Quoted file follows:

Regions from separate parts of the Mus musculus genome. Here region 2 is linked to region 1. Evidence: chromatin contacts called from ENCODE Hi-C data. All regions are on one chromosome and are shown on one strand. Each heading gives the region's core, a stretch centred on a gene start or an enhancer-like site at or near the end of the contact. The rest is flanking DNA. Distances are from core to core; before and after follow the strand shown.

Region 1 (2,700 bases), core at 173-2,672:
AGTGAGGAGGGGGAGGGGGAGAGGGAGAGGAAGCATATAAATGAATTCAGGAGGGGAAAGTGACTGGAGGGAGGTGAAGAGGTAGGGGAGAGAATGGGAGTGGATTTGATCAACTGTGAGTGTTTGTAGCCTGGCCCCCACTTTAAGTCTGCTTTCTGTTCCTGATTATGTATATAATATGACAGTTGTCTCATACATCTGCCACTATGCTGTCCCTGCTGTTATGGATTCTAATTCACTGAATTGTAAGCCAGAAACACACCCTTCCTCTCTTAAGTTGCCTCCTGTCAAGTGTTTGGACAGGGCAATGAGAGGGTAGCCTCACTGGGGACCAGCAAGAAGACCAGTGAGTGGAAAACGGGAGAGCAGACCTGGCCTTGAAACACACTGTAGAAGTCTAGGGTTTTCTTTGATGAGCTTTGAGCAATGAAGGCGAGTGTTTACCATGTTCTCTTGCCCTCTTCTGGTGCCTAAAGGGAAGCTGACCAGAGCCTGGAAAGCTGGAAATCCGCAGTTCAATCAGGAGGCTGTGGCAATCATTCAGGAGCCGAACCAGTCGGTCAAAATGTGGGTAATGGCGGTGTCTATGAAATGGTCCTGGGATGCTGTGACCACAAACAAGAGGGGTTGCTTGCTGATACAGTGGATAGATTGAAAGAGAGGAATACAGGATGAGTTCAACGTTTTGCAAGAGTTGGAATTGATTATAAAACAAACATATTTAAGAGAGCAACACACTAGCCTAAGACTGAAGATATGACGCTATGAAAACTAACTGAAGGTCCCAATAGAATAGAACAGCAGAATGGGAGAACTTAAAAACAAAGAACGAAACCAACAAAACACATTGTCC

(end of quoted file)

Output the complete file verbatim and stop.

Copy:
Regions from separate parts of the Mus musculus genome. Here region 2 is linked to region 1. Evidence: chromatin contacts called from ENCODE Hi-C data. All regions are on one chromosome and are shown on one strand. Each heading gives the region's core, a stretch centred on a gene start or an enhancer-like site at or near the end of the contact. The rest is flanking DNA. Distances are from core to core; before and after follow the strand shown.

Region 1 (2,700 bases), core at 173-2,672:
AGTGAGGAGGGGGAGGGGGAGAGGGAGAGGAAGCATATAAATGAATTCAGGAGGGGAAAGTGACTGGAGGGAGGTGAAGAGGTAGGGGAGAGAATGGGAGTGGATTTGATCAACTGTGAGTGTTTGTAGCCTGGCCCCCACTTTAAGTCTGCTTTCTGTTCCTGATTATGTATATAATATGACAGTTGTCTCATACATCTGCCACTATGCTGTCCCTGCTGTTATGGATTCTAATTCACTGAATTGTAAGCCAGAAACACACCCTTCCTCTCTTAAGTTGCCTCCTGTCAAGTGTTTGGACAGGGCAATGAGAGGGTAGCCTCACTGGGGACCAGCAAGAAGACCAGTGAGTGGAAAACGGGAGAGCAGACCTGGCCTTGAAACACACTGTAGAAGTCTAGGGTTTTCTTTGATGAGCTTTGAGCAATGAAGGCGAGTGTTTACCATGTTCTCTTGCCCTCTTCTGGTGCCTAAAGGGAAGCTGACCAGAGCCTGGAAAGCTGGAAATCCGCAGTTCAATCAGGAGGCTGTGGCAATCATTCAGGAGCCGAACCAGTCGGTCAAAATGTGGGTAATGGCGGTGTCTATGAAATGGTCCTGGGATGCTGTGACCACAAACAAGAGGGGTTGCTTGCTGATACAGTGGATAGATTGAAAGAGAGGAATACAGGATGAGTTCAACGTTTTGCAAGAGTTGGAATTGATTATAAAACAAACATATTTAAGAGAGCAACACACTAGCCTAAGACTGAAGATATGACGCTATGAAAACTAACTGAAGGTCCCAATAGAATAGAACAGCAGAATGGGAGAACTTAAAAACAAAGAACGAAACCAACAAAACACATTGTCC